A catchy and heartfelt folk song with a charming video and a scientific process in the title: It’s hard not to love Frank Turner’s Photosynthesis.
Turner is usually described as a folk/punk singer, having had his start in the English hardcore band Million Dead. He’s built his own career, though, on a more folk-influenced style of straightforward, honest songwriting. The lyrics to Photosynthesis, from his 2008 release Love, Ire & Song, are a great example, urging a sense of wonder and youthful spirit in the face of others giving in to a version of adulthood defined by settling and giving up on things you once loved. The perception that Maturity’s a wrapped-up package deal or so it seems, ditching teenage fantasy means ditching all your dreams is countered with a shout: I won’t sit down, and I won’t shut up, and most of all I won’t “grow up”.
And that’s where the kids in the video come in. It’s hard to take your eyes off them expressing equal parts wonder and skepticism as only six year olds can. The spirit of the song is well captured as their faces light up assembling the hi-hat cymbal or trying the drums for the first time. And just when you thought the whole thing was as charming as possible, there’s more. I chatted with Turner when he stopped in Edmonton this week, and with a sweet smile he explained, “It’s my mum who’s in that video. The lady in the pink, that’s my mum. She’s a primary school teacher.” Yes, the one beaming with pride. She arranged for permission from the parents and invited Turner and his band to lead workshops for the roughly thirty kids in her class, introducing them to guitar, drums, bass and violin. We get the pleasure of watching the results.
That still leaves the question of photosynthesis. This obviously isn’t a song about the chemical reactions that take place in plants’ chloroplasts, not directly anyway (unlike the They Might be Giants Song of the same name). The opening of the bridge, the climax of the song, holds the clue.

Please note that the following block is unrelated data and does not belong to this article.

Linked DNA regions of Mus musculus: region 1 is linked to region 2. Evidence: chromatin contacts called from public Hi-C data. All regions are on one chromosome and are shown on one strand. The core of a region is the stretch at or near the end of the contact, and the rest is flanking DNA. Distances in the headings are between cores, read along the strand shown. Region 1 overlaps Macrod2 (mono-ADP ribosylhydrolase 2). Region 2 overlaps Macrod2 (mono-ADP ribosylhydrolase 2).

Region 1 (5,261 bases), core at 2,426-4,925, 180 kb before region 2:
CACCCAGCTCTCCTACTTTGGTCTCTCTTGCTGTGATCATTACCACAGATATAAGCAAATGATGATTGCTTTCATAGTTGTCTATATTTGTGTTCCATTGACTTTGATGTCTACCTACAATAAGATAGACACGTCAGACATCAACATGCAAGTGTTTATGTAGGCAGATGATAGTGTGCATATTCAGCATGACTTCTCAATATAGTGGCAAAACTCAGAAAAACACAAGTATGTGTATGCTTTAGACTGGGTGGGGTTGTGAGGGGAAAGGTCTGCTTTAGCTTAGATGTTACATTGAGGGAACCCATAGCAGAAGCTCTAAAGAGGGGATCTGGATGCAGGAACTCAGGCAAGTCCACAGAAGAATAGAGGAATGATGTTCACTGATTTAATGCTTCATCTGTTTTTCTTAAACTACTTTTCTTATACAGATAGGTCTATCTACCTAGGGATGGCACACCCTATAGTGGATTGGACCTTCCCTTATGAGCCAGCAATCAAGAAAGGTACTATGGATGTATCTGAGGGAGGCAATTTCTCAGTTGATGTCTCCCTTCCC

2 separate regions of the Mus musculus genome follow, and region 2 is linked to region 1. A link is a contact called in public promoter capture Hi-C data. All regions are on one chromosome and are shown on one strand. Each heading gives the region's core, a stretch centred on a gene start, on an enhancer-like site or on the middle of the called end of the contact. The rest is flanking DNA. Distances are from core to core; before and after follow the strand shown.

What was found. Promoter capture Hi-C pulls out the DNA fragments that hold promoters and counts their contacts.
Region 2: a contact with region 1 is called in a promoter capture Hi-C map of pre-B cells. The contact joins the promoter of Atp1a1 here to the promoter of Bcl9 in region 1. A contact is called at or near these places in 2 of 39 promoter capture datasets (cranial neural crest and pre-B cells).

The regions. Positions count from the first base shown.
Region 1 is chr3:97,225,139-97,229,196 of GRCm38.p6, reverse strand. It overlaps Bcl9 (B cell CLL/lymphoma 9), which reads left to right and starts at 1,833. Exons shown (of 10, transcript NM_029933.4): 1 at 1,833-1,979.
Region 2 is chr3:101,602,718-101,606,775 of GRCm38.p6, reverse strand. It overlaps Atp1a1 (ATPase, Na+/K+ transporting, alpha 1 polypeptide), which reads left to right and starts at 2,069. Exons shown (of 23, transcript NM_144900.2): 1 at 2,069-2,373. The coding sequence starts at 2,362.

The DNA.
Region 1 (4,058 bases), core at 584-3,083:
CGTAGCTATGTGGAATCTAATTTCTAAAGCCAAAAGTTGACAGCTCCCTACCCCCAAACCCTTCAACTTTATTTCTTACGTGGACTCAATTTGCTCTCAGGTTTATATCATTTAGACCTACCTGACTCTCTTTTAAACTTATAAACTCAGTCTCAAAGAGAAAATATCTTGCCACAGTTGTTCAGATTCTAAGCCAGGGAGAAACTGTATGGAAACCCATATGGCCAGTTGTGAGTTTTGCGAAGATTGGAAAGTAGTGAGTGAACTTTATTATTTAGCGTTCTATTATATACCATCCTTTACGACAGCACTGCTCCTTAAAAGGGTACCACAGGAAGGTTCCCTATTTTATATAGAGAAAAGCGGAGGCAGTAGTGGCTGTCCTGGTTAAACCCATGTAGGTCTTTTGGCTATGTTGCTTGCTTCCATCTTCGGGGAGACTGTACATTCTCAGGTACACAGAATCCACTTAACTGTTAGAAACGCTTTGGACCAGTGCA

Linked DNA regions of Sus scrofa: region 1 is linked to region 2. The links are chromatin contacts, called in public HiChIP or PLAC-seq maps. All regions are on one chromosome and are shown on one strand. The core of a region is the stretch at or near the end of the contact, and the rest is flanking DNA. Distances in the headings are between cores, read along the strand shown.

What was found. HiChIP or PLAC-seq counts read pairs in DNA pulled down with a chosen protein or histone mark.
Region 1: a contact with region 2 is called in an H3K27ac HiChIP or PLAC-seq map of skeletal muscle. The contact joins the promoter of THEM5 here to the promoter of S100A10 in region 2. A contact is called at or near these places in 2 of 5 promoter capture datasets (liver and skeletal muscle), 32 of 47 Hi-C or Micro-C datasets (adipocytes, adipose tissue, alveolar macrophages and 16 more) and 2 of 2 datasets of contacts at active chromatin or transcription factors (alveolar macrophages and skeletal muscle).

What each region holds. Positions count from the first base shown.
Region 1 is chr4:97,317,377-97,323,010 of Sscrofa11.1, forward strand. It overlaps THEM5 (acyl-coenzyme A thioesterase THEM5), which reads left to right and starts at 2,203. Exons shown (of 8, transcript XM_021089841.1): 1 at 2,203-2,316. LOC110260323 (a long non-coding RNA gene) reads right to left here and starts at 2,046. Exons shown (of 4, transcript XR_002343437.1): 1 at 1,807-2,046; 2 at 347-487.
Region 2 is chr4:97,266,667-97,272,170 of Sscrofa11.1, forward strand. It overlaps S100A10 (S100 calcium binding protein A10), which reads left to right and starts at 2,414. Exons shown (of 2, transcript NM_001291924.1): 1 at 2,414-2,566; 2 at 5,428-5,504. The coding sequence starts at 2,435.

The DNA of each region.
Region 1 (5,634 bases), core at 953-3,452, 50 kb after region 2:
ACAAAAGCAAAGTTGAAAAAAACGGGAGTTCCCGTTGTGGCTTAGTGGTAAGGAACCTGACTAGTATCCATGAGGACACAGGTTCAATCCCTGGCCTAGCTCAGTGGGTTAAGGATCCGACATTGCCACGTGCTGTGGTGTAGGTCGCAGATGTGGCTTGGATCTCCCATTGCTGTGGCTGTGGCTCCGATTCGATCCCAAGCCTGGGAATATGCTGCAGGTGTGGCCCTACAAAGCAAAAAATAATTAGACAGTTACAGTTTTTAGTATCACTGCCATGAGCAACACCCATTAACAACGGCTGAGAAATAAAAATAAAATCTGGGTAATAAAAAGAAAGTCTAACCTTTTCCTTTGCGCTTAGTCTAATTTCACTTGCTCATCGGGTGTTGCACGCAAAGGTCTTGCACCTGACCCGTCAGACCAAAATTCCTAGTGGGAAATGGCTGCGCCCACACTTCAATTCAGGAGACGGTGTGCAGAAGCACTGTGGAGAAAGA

And if all you ever do with your life is photosynthesize, then you’ll deserve every hour of your sleepless nights that you waste wondering when you’re going to die.
It may be a bit surprising to see photosynthesis referenced negatively. It’s a fascinating and complex process. Turner was a little worried about that too when I asked, but he shared the deeper meaning he was after in using the metaphor, “Well, now you’re now going to castigate my low opinion of plants but it just means a method of existence that’s essentially passive, a way of being where you just kind of take in things around you and turn out things without really ever becoming an animal.” He added with a laugh, “I think I’ve just followed this analogy further than I’ve ever followed it before.”
Turner’s not alone in his perception of plants. In Life on Air: David Attenborough’s 50 Years in Television the former Head of BBC’s Natural History Unit, Keith Scholey, recalls the discussions that led up to the series The Private Life of Plants. Scholey wanted to do an ecology series about both animals and plants with plants playing a background role, “Plants, we thought, needed to come into the equation, but you can’t do too much on them because they don’t move. They’re a bit dull.” He was shocked when, over a lunch meeting, Attenborough was able to convince them to produce a six-hour series solely about plants.
There are surely many plant biologists who would disagree with the idea that plants are passive. David Attenborough obviously does too. Plants go to great lengths, exhibiting surprising strength and a variety of strategies, to actively create the best possible conditions for their photosynthetic leaves.
Picking apart the metaphor, though, isn’t the point. It’s a great song that’s really less about what plants are like and more about what does and should define us as humans, especially adult humans. Don’t give in and accept passively the parts of adult life that can become habitual, almost instinctual. Remember to exercise the choice to act out, to shout, to be curious and loud.
And just in case you were really concerned about Turner’s views of plants, he reassured me that he actually has a t-shirt with the chemical equation for photosynthesis. It was a Christmas gift from his brother-in-law, an atmospheric chemist who apparently also likes the song.